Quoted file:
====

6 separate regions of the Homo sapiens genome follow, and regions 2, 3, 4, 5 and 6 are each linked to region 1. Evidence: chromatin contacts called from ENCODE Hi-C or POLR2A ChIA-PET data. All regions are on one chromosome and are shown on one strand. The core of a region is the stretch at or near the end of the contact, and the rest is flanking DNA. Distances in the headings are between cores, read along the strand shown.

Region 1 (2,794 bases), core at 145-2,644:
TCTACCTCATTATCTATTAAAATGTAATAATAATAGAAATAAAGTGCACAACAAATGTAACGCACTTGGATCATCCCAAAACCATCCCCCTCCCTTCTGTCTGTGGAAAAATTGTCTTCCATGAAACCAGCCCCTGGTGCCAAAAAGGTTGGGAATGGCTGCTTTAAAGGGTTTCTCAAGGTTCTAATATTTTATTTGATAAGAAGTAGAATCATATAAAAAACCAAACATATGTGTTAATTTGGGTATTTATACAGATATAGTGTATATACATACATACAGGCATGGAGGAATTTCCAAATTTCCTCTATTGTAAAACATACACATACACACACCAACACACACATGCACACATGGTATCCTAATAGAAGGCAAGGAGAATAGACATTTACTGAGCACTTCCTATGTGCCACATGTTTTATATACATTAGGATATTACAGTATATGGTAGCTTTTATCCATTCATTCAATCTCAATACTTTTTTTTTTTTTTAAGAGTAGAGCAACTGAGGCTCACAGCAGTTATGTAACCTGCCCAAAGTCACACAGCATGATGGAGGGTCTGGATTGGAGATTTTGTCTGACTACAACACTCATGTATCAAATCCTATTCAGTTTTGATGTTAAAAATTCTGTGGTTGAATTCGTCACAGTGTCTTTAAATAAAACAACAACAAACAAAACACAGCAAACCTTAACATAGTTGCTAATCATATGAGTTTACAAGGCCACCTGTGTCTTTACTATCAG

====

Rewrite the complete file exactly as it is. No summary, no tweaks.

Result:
6 separate regions of the Homo sapiens genome follow, and regions 2, 3, 4, 5 and 6 are each linked to region 1. Evidence: chromatin contacts called from ENCODE Hi-C or POLR2A ChIA-PET data. All regions are on one chromosome and are shown on one strand. The core of a region is the stretch at or near the end of the contact, and the rest is flanking DNA. Distances in the headings are between cores, read along the strand shown.

Region 1 (2,794 bases), core at 145-2,644:
TCTACCTCATTATCTATTAAAATGTAATAATAATAGAAATAAAGTGCACAACAAATGTAACGCACTTGGATCATCCCAAAACCATCCCCCTCCCTTCTGTCTGTGGAAAAATTGTCTTCCATGAAACCAGCCCCTGGTGCCAAAAAGGTTGGGAATGGCTGCTTTAAAGGGTTTCTCAAGGTTCTAATATTTTATTTGATAAGAAGTAGAATCATATAAAAAACCAAACATATGTGTTAATTTGGGTATTTATACAGATATAGTGTATATACATACATACAGGCATGGAGGAATTTCCAAATTTCCTCTATTGTAAAACATACACATACACACACCAACACACACATGCACACATGGTATCCTAATAGAAGGCAAGGAGAATAGACATTTACTGAGCACTTCCTATGTGCCACATGTTTTATATACATTAGGATATTACAGTATATGGTAGCTTTTATCCATTCATTCAATCTCAATACTTTTTTTTTTTTTTAAGAGTAGAGCAACTGAGGCTCACAGCAGTTATGTAACCTGCCCAAAGTCACACAGCATGATGGAGGGTCTGGATTGGAGATTTTGTCTGACTACAACACTCATGTATCAAATCCTATTCAGTTTTGATGTTAAAAATTCTGTGGTTGAATTCGTCACAGTGTCTTTAAATAAAACAACAACAAACAAAACACAGCAAACCTTAACATAGTTGCTAATCATATGAGTTTACAAGGCCACCTGTGTCTTTACTATCAG